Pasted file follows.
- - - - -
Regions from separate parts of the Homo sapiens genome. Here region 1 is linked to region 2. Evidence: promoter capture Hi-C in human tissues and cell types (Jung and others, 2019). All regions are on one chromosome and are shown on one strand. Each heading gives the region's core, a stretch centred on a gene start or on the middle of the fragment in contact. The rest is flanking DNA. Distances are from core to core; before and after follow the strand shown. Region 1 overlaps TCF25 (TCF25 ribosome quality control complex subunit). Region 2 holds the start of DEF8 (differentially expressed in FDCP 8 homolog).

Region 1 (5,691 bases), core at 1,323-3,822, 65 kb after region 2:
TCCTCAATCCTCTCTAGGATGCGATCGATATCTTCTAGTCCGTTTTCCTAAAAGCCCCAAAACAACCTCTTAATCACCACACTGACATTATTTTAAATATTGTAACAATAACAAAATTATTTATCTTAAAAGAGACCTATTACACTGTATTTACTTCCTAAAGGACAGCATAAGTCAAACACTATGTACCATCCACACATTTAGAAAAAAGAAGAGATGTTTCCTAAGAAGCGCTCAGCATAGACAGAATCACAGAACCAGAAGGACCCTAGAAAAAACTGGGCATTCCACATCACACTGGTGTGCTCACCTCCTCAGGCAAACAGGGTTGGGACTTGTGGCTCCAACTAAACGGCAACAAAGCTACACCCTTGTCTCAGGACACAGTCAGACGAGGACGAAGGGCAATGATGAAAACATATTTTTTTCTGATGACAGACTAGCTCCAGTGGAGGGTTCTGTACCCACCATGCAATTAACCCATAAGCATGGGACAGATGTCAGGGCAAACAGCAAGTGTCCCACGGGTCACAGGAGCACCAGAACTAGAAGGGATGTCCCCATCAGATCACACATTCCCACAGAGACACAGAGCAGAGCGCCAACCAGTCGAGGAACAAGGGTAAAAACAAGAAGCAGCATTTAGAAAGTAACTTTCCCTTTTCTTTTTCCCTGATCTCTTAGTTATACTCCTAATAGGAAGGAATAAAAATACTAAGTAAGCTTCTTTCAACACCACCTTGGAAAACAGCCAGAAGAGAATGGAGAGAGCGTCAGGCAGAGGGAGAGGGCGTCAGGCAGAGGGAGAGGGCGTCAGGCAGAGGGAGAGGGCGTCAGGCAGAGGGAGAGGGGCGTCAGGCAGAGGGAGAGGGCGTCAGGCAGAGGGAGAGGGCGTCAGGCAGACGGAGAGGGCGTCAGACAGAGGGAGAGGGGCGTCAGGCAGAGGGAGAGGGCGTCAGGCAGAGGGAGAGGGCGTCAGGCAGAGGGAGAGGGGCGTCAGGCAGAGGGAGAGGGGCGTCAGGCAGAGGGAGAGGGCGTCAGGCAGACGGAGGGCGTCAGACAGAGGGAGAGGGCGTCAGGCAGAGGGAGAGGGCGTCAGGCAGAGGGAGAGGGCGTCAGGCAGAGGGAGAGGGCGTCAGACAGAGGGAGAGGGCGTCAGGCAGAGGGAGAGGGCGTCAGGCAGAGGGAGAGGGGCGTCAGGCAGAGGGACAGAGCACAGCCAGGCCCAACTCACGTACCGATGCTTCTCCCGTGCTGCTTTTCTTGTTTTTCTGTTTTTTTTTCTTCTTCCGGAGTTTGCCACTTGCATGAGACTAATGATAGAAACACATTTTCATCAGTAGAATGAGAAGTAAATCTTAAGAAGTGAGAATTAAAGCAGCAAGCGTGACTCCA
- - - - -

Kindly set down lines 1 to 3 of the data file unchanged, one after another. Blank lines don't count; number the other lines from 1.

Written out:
Regions from separate parts of the Homo sapiens genome. Here region 1 is linked to region 2. Evidence: promoter capture Hi-C in human tissues and cell types (Jung and others, 2019). All regions are on one chromosome and are shown on one strand. Each heading gives the region's core, a stretch centred on a gene start or on the middle of the fragment in contact. The rest is flanking DNA. Distances are from core to core; before and after follow the strand shown. Region 1 overlaps TCF25 (TCF25 ribosome quality control complex subunit). Region 2 holds the start of DEF8 (differentially expressed in FDCP 8 homolog).

Region 1 (5,691 bases), core at 1,323-3,822, 65 kb after region 2:
TCCTCAATCCTCTCTAGGATGCGATCGATATCTTCTAGTCCGTTTTCCTAAAAGCCCCAAAACAACCTCTTAATCACCACACTGACATTATTTTAAATATTGTAACAATAACAAAATTATTTATCTTAAAAGAGACCTATTACACTGTATTTACTTCCTAAAGGACAGCATAAGTCAAACACTATGTACCATCCACACATTTAGAAAAAAGAAGAGATGTTTCCTAAGAAGCGCTCAGCATAGACAGAATCACAGAACCAGAAGGACCCTAGAAAAAACTGGGCATTCCACATCACACTGGTGTGCTCACCTCCTCAGGCAAACAGGGTTGGGACTTGTGGCTCCAACTAAACGGCAACAAAGCTACACCCTTGTCTCAGGACACAGTCAGACGAGGACGAAGGGCAATGATGAAAACATATTTTTTTCTGATGACAGACTAGCTCCAGTGGAGGGTTCTGTACCCACCATGCAATTAACCCATAAGCATGGGACAGATGTCAGGGCAAACAGCAAGTGTCCCACGGGTCACAGGAGCACCAGAACTAGAAGGGATGTCCCCATCAGATCACACATTCCCACAGAGACACAGAGCAGAGCGCCAACCAGTCGAGGAACAAGGGTAAAAACAAGAAGCAGCATTTAGAAAGTAACTTTCCCTTTTCTTTTTCCCTGATCTCTTAGTTATACTCCTAATAGGAAGGAATAAAAATACTAAGTAAGCTTCTTTCAACACCACCTTGGAAAACAGCCAGAAGAGAATGGAGAGAGCGTCAGGCAGAGGGAGAGGGCGTCAGGCAGAGGGAGAGGGCGTCAGGCAGAGGGAGAGGGCGTCAGGCAGAGGGAGAGGGGCGTCAGGCAGAGGGAGAGGGCGTCAGGCAGAGGGAGAGGGCGTCAGGCAGACGGAGAGGGCGTCAGACAGAGGGAGAGGGGCGTCAGGCAGAGGGAGAGGGCGTCAGGCAGAGGGAGAGGGCGTCAGGCAGAGGGAGAGGGGCGTCAGGCAGAGGGAGAGGGGCGTCAGGCAGAGGGAGAGGGCGTCAGGCAGACGGAGGGCGTCAGACAGAGGGAGAGGGCGTCAGGCAGAGGGAGAGGGCGTCAGGCAGAGGGAGAGGGCGTCAGGCAGAGGGAGAGGGCGTCAGACAGAGGGAGAGGGCGTCAGGCAGAGGGAGAGGGCGTCAGGCAGAGGGAGAGGGGCGTCAGGCAGAGGGACAGAGCACAGCCAGGCCCAACTCACGTACCGATGCTTCTCCCGTGCTGCTTTTCTTGTTTTTCTGTTTTTTTTTCTTCTTCCGGAGTTTGCCACTTGCATGAGACTAATGATAGAAACACATTTTCATCAGTAGAATGAGAAGTAAATCTTAAGAAGTGAGAATTAAAGCAGCAAGCGTGACTCCA